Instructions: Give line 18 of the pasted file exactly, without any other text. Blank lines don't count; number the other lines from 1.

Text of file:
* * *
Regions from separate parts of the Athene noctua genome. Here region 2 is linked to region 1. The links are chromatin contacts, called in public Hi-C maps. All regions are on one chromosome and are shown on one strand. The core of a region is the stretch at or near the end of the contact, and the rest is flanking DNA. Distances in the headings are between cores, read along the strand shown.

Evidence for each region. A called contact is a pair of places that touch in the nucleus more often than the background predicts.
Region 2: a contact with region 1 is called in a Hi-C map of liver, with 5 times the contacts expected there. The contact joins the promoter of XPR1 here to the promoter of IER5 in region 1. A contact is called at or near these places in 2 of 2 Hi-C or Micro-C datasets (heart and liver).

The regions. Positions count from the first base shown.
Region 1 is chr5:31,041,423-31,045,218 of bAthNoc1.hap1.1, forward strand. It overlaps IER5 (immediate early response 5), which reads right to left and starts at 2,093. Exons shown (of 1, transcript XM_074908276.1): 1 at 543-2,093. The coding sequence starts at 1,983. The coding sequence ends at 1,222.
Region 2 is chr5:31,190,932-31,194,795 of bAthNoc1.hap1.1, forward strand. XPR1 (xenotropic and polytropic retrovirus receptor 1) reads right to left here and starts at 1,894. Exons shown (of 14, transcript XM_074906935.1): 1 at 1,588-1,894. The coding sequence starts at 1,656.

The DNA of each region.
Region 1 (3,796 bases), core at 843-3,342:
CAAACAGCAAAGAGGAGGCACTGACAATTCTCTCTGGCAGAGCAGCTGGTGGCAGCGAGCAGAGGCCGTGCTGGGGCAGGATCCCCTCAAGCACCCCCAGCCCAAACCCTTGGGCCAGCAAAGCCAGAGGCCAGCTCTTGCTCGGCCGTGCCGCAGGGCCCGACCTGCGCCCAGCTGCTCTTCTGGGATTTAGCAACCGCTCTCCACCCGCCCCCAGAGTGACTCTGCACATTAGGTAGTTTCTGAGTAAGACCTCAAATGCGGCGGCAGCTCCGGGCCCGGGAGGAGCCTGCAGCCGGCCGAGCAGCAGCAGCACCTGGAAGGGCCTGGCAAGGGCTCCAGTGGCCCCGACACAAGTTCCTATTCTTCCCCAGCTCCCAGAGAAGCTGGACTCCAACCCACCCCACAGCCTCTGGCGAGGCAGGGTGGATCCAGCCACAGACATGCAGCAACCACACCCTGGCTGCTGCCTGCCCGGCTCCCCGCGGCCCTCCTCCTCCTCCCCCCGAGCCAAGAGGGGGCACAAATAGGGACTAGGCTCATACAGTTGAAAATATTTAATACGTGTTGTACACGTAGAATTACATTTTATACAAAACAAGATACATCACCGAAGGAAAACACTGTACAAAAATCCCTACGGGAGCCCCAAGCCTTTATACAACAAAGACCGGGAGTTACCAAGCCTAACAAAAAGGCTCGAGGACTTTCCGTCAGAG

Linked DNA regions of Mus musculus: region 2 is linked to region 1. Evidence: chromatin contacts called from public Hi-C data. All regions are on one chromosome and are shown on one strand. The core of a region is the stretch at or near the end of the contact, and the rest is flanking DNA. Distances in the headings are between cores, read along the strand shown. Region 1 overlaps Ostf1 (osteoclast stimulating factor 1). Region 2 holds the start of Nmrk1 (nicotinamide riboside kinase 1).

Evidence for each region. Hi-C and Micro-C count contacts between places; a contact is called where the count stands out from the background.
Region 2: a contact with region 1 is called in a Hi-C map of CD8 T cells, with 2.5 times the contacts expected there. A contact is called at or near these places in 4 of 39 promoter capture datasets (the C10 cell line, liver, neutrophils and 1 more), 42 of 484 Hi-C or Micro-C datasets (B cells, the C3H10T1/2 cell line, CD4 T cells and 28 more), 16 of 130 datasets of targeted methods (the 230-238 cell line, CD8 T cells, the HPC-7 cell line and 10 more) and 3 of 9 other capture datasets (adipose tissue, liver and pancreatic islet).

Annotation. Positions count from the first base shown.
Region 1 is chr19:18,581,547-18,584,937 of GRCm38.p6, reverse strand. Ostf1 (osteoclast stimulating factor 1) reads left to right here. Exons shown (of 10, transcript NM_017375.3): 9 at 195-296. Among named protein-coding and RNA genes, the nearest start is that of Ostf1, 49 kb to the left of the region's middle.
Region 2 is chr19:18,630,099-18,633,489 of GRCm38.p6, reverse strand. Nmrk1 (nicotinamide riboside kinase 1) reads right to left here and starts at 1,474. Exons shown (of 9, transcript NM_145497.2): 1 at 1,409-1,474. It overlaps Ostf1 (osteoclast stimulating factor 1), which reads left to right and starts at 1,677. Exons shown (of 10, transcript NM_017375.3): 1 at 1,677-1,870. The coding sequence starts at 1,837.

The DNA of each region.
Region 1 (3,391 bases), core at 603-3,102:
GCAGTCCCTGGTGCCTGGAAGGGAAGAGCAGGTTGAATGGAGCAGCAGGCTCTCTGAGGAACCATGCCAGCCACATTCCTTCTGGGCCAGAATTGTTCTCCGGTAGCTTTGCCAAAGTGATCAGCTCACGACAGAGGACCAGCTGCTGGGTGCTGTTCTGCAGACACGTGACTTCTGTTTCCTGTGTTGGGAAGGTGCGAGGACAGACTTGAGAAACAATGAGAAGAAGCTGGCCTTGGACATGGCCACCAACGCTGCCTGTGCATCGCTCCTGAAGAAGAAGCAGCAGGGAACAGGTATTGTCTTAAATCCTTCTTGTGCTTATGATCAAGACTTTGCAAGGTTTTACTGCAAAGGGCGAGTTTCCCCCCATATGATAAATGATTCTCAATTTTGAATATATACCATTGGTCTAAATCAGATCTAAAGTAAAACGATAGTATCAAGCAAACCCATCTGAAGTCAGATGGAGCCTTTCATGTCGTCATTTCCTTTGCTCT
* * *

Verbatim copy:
GCAGTCCCTGGTGCCTGGAAGGGAAGAGCAGGTTGAATGGAGCAGCAGGCTCTCTGAGGAACCATGCCAGCCACATTCCTTCTGGGCCAGAATTGTTCTCCGGTAGCTTTGCCAAAGTGATCAGCTCACGACAGAGGACCAGCTGCTGGGTGCTGTTCTGCAGACACGTGACTTCTGTTTCCTGTGTTGGGAAGGTGCGAGGACAGACTTGAGAAACAATGAGAAGAAGCTGGCCTTGGACATGGCCACCAACGCTGCCTGTGCATCGCTCCTGAAGAAGAAGCAGCAGGGAACAGGTATTGTCTTAAATCCTTCTTGTGCTTATGATCAAGACTTTGCAAGGTTTTACTGCAAAGGGCGAGTTTCCCCCCATATGATAAATGATTCTCAATTTTGAATATATACCATTGGTCTAAATCAGATCTAAAGTAAAACGATAGTATCAAGCAAACCCATCTGAAGTCAGATGGAGCCTTTCATGTCGTCATTTCCTTTGCTCT